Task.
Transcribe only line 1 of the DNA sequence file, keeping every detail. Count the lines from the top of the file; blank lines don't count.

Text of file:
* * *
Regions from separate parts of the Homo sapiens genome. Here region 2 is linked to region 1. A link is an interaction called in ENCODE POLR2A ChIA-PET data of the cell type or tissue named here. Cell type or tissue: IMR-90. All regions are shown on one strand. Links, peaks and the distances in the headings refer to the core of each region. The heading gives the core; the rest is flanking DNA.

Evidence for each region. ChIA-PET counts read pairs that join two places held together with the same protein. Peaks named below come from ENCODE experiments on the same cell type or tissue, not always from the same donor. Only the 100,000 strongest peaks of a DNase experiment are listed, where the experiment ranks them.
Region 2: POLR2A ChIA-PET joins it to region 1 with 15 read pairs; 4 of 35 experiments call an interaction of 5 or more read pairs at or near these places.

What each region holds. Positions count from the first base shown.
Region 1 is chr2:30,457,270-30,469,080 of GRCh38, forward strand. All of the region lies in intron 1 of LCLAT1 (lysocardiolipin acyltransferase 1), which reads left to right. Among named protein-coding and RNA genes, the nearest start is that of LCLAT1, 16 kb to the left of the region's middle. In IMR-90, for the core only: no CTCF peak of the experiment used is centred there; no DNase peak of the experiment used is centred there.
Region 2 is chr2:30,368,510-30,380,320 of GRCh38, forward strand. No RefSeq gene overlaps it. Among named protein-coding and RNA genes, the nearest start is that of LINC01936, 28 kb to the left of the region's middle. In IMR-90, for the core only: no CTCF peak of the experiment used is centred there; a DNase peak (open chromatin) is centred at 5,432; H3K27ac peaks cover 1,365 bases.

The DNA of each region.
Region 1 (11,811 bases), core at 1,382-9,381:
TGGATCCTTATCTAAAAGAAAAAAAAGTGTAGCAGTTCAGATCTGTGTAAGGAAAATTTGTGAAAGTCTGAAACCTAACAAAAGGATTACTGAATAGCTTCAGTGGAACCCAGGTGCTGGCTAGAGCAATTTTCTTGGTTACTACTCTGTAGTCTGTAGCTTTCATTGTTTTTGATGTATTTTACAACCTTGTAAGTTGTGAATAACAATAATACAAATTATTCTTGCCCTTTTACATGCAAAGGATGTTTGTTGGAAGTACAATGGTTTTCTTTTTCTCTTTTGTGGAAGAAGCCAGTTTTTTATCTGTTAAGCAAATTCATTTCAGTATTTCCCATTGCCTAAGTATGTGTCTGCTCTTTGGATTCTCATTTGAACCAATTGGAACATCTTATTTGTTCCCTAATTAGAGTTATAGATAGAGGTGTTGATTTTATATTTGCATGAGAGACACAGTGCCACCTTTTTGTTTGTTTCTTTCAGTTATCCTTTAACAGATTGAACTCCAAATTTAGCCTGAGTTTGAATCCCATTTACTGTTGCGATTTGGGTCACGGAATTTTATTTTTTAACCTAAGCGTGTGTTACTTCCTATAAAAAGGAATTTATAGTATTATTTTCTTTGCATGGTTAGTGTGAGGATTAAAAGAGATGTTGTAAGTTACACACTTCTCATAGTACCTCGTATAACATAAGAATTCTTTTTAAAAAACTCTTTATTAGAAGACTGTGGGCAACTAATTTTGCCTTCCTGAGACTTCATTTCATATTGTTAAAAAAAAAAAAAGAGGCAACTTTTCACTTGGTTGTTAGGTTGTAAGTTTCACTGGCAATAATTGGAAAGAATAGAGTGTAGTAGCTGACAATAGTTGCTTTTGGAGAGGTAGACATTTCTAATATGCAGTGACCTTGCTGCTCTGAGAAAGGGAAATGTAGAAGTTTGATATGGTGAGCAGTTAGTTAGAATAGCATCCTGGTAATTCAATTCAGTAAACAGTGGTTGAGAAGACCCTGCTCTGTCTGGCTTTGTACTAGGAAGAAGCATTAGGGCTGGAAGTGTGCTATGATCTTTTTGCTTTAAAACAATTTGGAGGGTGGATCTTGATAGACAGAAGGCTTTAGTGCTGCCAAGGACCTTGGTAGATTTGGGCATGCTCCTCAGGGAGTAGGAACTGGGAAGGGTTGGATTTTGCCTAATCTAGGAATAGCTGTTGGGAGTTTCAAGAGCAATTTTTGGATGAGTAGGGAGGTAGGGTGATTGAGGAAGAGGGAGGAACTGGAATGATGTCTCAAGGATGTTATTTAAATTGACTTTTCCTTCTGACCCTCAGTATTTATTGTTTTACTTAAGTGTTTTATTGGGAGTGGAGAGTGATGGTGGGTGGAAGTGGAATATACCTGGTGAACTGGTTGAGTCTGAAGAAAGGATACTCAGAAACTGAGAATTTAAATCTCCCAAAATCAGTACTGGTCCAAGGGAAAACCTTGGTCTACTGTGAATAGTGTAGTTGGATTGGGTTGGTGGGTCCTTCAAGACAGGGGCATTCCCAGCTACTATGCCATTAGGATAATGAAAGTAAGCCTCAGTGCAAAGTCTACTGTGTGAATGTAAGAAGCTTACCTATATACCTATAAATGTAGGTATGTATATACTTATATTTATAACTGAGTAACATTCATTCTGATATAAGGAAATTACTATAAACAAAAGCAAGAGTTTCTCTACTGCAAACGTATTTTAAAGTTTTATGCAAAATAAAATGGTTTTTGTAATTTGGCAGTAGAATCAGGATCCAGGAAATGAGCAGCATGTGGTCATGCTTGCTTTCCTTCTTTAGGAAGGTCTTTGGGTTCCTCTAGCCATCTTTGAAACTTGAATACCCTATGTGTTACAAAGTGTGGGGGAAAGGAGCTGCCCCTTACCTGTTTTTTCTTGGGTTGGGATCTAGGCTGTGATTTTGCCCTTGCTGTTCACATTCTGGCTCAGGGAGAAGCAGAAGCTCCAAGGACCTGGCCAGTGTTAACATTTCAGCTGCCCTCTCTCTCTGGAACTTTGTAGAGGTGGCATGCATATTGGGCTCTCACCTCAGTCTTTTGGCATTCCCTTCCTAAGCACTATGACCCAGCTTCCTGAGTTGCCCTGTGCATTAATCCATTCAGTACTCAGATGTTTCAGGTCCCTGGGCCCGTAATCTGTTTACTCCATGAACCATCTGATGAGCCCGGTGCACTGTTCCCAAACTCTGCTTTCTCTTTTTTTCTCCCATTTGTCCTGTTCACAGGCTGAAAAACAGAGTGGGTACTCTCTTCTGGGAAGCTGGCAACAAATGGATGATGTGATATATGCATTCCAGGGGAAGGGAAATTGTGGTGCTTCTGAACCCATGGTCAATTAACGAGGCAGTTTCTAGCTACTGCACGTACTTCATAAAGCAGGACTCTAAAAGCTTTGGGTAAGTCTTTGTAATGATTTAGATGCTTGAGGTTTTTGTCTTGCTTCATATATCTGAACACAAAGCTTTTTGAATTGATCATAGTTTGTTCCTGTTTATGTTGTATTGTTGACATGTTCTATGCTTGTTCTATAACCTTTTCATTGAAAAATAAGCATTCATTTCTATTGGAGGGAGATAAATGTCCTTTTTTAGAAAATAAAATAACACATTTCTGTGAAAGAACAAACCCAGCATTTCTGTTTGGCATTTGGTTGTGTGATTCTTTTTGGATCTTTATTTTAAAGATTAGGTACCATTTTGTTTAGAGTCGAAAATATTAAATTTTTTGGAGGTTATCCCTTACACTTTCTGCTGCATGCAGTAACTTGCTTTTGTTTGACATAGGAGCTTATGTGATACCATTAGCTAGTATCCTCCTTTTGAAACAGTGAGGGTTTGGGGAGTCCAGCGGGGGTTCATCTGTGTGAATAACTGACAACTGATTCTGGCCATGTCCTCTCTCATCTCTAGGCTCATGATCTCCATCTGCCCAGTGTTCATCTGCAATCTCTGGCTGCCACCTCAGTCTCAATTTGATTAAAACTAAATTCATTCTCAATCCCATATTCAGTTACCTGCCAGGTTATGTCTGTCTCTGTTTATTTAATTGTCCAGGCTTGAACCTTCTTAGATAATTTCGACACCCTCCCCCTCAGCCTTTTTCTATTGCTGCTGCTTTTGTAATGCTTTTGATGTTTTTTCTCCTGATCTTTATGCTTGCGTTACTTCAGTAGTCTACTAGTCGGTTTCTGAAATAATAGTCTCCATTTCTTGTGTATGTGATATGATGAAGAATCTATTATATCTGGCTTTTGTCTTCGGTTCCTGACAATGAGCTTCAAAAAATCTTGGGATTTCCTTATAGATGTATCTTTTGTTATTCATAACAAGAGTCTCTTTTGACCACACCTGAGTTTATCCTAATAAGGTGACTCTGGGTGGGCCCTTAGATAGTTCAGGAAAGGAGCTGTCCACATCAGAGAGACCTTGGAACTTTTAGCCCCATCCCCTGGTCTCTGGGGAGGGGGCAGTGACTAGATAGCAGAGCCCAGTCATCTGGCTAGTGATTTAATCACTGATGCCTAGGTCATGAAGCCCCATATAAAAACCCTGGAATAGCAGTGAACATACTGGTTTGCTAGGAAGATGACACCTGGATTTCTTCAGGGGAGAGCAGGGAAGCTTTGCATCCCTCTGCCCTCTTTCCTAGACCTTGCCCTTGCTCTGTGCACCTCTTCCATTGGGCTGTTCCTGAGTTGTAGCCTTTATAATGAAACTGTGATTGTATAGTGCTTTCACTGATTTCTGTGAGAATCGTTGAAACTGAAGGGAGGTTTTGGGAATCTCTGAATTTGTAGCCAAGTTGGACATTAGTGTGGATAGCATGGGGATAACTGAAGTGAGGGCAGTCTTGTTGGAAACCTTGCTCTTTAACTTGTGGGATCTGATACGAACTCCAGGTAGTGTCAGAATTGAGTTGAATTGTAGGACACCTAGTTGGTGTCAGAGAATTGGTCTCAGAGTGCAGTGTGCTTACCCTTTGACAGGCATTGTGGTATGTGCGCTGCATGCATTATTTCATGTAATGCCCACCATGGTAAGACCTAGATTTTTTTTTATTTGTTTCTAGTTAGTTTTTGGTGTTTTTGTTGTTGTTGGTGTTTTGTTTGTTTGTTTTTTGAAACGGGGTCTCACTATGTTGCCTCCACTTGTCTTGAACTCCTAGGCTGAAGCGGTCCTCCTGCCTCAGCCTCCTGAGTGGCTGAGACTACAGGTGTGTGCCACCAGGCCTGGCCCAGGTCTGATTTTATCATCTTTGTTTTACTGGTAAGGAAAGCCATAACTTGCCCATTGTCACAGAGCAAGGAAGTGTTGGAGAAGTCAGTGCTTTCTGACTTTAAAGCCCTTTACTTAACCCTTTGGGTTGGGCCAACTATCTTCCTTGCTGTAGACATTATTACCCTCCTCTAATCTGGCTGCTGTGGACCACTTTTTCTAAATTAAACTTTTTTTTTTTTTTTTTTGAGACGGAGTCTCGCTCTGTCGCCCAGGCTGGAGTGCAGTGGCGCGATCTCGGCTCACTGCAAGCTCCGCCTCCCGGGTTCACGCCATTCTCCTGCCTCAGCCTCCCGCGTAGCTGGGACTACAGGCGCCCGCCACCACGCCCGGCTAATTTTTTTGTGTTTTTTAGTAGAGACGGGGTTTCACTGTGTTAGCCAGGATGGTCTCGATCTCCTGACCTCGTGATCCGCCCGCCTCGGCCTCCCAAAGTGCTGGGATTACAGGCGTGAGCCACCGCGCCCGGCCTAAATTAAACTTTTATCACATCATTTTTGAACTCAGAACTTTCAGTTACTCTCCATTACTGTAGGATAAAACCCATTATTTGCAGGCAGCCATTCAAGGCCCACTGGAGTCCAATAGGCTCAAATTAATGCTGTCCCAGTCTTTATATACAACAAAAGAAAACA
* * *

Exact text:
Regions from separate parts of the Homo sapiens genome. Here region 2 is linked to region 1. A link is an interaction called in ENCODE POLR2A ChIA-PET data of the cell type or tissue named here. Cell type or tissue: IMR-90. All regions are shown on one strand. Links, peaks and the distances in the headings refer to the core of each region. The heading gives the core; the rest is flanking DNA.